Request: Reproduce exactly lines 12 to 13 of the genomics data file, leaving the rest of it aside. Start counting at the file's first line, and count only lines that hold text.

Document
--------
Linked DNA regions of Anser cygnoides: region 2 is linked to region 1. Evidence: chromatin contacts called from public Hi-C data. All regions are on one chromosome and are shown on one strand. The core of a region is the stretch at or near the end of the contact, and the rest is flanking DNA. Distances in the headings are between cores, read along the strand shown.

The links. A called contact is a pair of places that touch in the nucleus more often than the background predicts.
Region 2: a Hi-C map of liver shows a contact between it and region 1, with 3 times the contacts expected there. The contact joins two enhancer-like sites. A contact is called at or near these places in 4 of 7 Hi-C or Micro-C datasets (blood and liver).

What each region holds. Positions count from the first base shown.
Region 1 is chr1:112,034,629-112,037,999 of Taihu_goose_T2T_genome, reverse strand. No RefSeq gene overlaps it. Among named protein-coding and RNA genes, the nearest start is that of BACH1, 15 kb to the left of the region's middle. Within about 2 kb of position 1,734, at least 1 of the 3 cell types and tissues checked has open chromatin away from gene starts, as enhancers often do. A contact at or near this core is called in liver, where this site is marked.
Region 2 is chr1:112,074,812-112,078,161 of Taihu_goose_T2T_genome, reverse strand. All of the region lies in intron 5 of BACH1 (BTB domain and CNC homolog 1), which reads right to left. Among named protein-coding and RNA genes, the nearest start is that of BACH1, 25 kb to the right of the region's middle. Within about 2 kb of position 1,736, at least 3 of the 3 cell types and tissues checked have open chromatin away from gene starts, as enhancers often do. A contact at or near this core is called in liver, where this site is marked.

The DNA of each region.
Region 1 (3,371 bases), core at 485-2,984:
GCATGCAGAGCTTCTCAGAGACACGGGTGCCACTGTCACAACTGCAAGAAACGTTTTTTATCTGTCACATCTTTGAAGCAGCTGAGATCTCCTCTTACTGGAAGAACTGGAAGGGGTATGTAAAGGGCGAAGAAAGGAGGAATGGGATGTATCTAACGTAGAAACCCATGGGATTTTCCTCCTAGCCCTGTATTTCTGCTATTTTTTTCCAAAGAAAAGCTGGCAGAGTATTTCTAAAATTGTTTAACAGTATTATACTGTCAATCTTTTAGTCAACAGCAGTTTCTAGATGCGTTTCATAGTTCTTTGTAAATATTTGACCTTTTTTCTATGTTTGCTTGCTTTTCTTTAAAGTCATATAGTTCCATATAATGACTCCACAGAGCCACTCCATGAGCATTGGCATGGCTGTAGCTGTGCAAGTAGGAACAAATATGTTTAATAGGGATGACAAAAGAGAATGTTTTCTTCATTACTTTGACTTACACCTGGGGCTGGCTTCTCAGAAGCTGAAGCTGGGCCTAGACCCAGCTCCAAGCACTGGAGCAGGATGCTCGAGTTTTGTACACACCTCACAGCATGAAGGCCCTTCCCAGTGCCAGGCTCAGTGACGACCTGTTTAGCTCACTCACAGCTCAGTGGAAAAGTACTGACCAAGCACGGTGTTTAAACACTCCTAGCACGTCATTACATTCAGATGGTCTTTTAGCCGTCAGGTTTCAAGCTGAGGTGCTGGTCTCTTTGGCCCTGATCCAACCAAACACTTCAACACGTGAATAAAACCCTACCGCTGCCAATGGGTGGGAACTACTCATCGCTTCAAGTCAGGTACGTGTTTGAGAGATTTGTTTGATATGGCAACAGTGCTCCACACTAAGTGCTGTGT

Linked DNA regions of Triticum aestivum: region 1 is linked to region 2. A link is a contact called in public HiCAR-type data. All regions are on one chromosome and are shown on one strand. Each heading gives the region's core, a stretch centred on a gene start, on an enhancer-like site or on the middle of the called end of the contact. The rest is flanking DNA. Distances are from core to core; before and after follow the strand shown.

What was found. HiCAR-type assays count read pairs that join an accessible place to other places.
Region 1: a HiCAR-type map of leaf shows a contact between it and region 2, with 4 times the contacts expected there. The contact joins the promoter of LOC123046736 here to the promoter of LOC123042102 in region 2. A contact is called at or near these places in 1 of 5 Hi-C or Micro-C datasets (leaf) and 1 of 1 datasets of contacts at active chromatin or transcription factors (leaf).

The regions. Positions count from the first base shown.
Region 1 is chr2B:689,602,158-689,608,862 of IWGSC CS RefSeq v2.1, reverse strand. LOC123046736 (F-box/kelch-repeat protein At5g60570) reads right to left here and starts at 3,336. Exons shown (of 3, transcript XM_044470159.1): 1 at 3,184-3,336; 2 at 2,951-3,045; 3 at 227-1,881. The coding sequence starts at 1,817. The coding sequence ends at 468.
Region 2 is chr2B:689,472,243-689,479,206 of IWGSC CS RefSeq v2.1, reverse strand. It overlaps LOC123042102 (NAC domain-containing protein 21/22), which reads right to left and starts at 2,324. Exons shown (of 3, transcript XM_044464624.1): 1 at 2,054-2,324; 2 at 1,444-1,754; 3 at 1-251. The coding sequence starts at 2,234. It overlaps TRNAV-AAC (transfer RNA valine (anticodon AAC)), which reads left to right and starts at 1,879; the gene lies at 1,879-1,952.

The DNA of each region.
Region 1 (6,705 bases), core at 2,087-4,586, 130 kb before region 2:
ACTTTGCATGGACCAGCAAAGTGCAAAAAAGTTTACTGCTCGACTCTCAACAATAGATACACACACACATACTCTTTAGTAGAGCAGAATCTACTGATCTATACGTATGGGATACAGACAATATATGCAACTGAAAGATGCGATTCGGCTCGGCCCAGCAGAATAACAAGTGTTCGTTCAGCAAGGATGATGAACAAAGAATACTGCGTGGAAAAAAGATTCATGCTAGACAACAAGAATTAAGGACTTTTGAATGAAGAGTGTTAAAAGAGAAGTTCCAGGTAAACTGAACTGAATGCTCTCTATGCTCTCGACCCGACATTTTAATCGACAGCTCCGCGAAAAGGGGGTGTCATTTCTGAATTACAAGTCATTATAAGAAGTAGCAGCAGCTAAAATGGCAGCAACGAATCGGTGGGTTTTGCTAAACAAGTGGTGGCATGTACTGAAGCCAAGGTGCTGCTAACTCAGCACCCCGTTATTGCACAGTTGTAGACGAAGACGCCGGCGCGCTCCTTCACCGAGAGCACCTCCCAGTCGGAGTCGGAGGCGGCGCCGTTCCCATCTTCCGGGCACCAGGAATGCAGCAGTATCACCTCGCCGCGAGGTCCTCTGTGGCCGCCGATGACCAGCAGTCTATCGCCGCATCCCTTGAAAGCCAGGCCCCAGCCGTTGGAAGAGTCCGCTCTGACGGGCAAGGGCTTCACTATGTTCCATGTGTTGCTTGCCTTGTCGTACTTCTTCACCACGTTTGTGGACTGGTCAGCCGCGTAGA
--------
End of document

Region 1: a HiCAR-type map of leaf shows a contact between it and region 2, with 4 times the contacts expected there. The contact joins the promoter of LOC123046736 here to the promoter of LOC123042102 in region 2. A contact is called at or near these places in 1 of 5 Hi-C or Micro-C datasets (leaf) and 1 of 1 datasets of contacts at active chromatin or transcription factors (leaf).

The regions. Positions count from the first base shown.